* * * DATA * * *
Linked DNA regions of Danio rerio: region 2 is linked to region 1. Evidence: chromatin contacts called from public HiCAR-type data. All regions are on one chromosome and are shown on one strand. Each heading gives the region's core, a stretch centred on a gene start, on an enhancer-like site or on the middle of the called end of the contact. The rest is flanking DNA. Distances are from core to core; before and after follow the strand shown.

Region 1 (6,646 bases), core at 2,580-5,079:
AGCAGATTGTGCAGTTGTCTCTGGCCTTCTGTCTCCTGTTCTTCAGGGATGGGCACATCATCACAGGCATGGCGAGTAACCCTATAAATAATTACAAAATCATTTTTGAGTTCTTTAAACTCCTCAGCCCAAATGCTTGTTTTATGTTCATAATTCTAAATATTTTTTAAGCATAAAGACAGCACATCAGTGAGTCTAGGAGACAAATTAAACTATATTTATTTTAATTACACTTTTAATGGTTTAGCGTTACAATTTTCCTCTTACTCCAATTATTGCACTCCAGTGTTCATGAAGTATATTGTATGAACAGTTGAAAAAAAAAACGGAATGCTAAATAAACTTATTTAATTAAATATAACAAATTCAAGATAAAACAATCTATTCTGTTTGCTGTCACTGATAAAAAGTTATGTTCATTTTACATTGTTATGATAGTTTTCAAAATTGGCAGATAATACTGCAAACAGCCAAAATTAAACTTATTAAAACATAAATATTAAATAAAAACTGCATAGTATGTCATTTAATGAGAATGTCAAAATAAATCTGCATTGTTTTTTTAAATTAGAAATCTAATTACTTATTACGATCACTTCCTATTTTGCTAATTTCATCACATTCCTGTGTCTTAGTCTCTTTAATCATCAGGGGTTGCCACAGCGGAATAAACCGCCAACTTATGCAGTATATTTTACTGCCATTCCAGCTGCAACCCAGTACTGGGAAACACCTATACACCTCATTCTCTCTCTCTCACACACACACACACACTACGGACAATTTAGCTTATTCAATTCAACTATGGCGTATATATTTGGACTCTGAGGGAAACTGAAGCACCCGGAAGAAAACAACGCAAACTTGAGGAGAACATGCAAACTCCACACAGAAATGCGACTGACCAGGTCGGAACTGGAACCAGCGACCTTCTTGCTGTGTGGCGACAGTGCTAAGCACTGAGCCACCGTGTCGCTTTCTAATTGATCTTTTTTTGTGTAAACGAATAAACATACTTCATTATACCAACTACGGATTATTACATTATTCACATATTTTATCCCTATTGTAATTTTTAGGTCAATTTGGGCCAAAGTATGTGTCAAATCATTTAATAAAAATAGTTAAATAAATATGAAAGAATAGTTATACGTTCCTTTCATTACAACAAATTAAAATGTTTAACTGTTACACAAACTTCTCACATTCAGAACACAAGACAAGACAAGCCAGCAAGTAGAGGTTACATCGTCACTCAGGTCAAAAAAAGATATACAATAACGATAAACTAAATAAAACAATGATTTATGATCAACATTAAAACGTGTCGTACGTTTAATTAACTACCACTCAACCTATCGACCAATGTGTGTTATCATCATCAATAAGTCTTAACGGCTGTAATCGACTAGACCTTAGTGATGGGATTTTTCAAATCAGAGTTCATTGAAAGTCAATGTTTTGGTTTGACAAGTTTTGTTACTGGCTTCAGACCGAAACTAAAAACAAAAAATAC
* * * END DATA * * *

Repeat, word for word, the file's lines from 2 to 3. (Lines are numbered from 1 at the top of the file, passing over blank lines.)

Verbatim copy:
Region 1 (6,646 bases), core at 2,580-5,079:
AGCAGATTGTGCAGTTGTCTCTGGCCTTCTGTCTCCTGTTCTTCAGGGATGGGCACATCATCACAGGCATGGCGAGTAACCCTATAAATAATTACAAAATCATTTTTGAGTTCTTTAAACTCCTCAGCCCAAATGCTTGTTTTATGTTCATAATTCTAAATATTTTTTAAGCATAAAGACAGCACATCAGTGAGTCTAGGAGACAAATTAAACTATATTTATTTTAATTACACTTTTAATGGTTTAGCGTTACAATTTTCCTCTTACTCCAATTATTGCACTCCAGTGTTCATGAAGTATATTGTATGAACAGTTGAAAAAAAAAACGGAATGCTAAATAAACTTATTTAATTAAATATAACAAATTCAAGATAAAACAATCTATTCTGTTTGCTGTCACTGATAAAAAGTTATGTTCATTTTACATTGTTATGATAGTTTTCAAAATTGGCAGATAATACTGCAAACAGCCAAAATTAAACTTATTAAAACATAAATATTAAATAAAAACTGCATAGTATGTCATTTAATGAGAATGTCAAAATAAATCTGCATTGTTTTTTTAAATTAGAAATCTAATTACTTATTACGATCACTTCCTATTTTGCTAATTTCATCACATTCCTGTGTCTTAGTCTCTTTAATCATCAGGGGTTGCCACAGCGGAATAAACCGCCAACTTATGCAGTATATTTTACTGCCATTCCAGCTGCAACCCAGTACTGGGAAACACCTATACACCTCATTCTCTCTCTCTCACACACACACACACACTACGGACAATTTAGCTTATTCAATTCAACTATGGCGTATATATTTGGACTCTGAGGGAAACTGAAGCACCCGGAAGAAAACAACGCAAACTTGAGGAGAACATGCAAACTCCACACAGAAATGCGACTGACCAGGTCGGAACTGGAACCAGCGACCTTCTTGCTGTGTGGCGACAGTGCTAAGCACTGAGCCACCGTGTCGCTTTCTAATTGATCTTTTTTTGTGTAAACGAATAAACATACTTCATTATACCAACTACGGATTATTACATTATTCACATATTTTATCCCTATTGTAATTTTTAGGTCAATTTGGGCCAAAGTATGTGTCAAATCATTTAATAAAAATAGTTAAATAAATATGAAAGAATAGTTATACGTTCCTTTCATTACAACAAATTAAAATGTTTAACTGTTACACAAACTTCTCACATTCAGAACACAAGACAAGACAAGCCAGCAAGTAGAGGTTACATCGTCACTCAGGTCAAAAAAAGATATACAATAACGATAAACTAAATAAAACAATGATTTATGATCAACATTAAAACGTGTCGTACGTTTAATTAACTACCACTCAACCTATCGACCAATGTGTGTTATCATCATCAATAAGTCTTAACGGCTGTAATCGACTAGACCTTAGTGATGGGATTTTTCAAATCAGAGTTCATTGAAAGTCAATGTTTTGGTTTGACAAGTTTTGTTACTGGCTTCAGACCGAAACTAAAAACAAAAAATAC